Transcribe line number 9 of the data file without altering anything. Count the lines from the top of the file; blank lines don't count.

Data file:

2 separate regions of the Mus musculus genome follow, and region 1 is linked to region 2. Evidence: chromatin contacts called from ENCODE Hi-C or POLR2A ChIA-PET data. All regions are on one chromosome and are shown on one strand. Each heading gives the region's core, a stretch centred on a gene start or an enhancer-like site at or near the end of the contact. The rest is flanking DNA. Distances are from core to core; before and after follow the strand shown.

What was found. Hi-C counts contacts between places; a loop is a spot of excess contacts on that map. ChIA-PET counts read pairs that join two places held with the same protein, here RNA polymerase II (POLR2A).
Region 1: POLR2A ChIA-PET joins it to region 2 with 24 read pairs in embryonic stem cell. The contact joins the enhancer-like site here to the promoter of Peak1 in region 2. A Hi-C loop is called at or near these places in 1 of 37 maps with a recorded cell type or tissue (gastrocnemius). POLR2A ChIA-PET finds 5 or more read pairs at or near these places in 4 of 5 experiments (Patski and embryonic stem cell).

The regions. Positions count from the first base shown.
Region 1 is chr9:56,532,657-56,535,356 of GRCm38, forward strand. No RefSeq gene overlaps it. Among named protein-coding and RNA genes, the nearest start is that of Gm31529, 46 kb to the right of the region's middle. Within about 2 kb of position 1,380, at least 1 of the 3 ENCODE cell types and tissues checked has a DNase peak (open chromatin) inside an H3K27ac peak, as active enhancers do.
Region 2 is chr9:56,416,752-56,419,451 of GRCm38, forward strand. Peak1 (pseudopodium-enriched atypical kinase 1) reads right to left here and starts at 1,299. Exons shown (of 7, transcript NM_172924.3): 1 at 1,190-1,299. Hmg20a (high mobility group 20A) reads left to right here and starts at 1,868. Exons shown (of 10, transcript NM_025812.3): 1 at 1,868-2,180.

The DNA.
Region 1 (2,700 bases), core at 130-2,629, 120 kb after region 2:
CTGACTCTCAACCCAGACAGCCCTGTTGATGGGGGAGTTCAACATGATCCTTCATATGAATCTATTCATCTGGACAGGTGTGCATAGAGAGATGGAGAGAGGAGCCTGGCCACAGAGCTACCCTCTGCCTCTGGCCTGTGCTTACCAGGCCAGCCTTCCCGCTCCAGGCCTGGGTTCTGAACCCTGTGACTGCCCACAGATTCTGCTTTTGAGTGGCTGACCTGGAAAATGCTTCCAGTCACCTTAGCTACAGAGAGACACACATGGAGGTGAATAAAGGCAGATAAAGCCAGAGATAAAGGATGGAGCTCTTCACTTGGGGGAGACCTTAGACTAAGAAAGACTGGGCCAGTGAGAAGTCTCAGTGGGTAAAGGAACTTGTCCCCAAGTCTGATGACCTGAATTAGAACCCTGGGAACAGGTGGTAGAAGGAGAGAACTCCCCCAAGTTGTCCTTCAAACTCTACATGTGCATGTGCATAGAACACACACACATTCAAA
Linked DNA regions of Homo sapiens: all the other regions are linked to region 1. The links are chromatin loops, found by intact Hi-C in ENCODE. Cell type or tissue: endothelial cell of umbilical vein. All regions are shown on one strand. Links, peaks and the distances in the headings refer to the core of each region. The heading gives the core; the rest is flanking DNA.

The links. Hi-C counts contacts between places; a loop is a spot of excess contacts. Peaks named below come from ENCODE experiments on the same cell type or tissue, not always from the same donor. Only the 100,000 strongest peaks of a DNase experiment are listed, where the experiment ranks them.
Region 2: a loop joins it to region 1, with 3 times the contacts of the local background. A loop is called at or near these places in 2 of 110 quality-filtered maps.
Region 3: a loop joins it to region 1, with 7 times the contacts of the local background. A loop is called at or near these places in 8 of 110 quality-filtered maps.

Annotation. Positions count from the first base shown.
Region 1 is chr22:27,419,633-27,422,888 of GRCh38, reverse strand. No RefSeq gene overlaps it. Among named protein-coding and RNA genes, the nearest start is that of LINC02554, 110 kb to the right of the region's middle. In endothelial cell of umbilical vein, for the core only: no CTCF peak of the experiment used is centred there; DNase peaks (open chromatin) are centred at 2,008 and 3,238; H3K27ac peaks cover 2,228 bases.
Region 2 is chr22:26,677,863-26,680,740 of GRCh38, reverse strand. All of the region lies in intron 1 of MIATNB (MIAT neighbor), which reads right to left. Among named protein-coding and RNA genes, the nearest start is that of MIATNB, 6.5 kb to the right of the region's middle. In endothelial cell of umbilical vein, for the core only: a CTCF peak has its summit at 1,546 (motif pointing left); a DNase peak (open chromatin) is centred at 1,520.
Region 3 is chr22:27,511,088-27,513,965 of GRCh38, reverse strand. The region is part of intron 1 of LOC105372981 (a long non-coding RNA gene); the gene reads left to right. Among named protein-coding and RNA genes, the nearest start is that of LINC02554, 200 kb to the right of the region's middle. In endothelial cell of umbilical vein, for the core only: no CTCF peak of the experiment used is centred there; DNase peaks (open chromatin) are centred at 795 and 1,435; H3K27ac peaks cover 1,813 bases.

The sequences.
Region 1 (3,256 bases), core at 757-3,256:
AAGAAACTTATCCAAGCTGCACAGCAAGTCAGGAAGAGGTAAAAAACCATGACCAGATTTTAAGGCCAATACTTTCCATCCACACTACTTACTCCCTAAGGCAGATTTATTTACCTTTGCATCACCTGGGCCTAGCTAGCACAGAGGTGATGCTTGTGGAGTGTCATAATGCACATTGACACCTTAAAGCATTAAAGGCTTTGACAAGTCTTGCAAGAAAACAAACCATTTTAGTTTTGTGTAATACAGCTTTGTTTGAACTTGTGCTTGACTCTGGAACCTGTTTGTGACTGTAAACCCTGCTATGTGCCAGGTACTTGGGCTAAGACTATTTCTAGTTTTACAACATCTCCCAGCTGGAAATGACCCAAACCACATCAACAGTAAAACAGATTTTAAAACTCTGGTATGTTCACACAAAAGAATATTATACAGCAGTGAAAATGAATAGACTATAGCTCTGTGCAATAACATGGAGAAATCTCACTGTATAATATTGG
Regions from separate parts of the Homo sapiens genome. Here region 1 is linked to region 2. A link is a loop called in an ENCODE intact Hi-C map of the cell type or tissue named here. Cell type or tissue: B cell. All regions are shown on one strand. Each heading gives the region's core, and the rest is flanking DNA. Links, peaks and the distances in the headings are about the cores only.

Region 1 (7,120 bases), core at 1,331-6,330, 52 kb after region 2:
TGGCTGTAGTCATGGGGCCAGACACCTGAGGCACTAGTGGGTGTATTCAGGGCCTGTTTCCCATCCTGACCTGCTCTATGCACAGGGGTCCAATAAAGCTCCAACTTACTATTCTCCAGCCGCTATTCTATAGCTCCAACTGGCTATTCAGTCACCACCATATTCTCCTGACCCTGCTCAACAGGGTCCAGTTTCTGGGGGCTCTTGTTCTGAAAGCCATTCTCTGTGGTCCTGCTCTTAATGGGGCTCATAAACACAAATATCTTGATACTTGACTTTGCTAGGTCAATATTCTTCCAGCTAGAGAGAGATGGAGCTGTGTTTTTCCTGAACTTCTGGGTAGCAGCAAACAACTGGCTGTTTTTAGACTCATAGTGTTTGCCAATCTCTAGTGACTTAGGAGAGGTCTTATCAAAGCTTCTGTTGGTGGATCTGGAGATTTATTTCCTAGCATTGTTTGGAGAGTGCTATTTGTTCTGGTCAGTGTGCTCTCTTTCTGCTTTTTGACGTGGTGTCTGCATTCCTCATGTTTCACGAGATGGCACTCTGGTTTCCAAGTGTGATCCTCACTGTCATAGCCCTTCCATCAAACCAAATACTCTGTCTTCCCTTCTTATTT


CTGACTCTCAACCCAGACAGCCCTGTTGATGGGGGAGTTCAACATGATCCTTCATATGAATCTATTCATCTGGACAGGTGTGCATAGAGAGATGGAGAGAGGAGCCTGGCCACAGAGCTACCCTCTGCCTCTGGCCTGTGCTTACCAGGCCAGCCTTCCCGCTCCAGGCCTGGGTTCTGAACCCTGTGACTGCCCACAGATTCTGCTTTTGAGTGGCTGACCTGGAAAATGCTTCCAGTCACCTTAGCTACAGAGAGACACACATGGAGGTGAATAAAGGCAGATAAAGCCAGAGATAAAGGATGGAGCTCTTCACTTGGGGGAGACCTTAGACTAAGAAAGACTGGGCCAGTGAGAAGTCTCAGTGGGTAAAGGAACTTGTCCCCAAGTCTGATGACCTGAATTAGAACCCTGGGAACAGGTGGTAGAAGGAGAGAACTCCCCCAAGTTGTCCTTCAAACTCTACATGTGCATGTGCATAGAACACACACACATTCAAA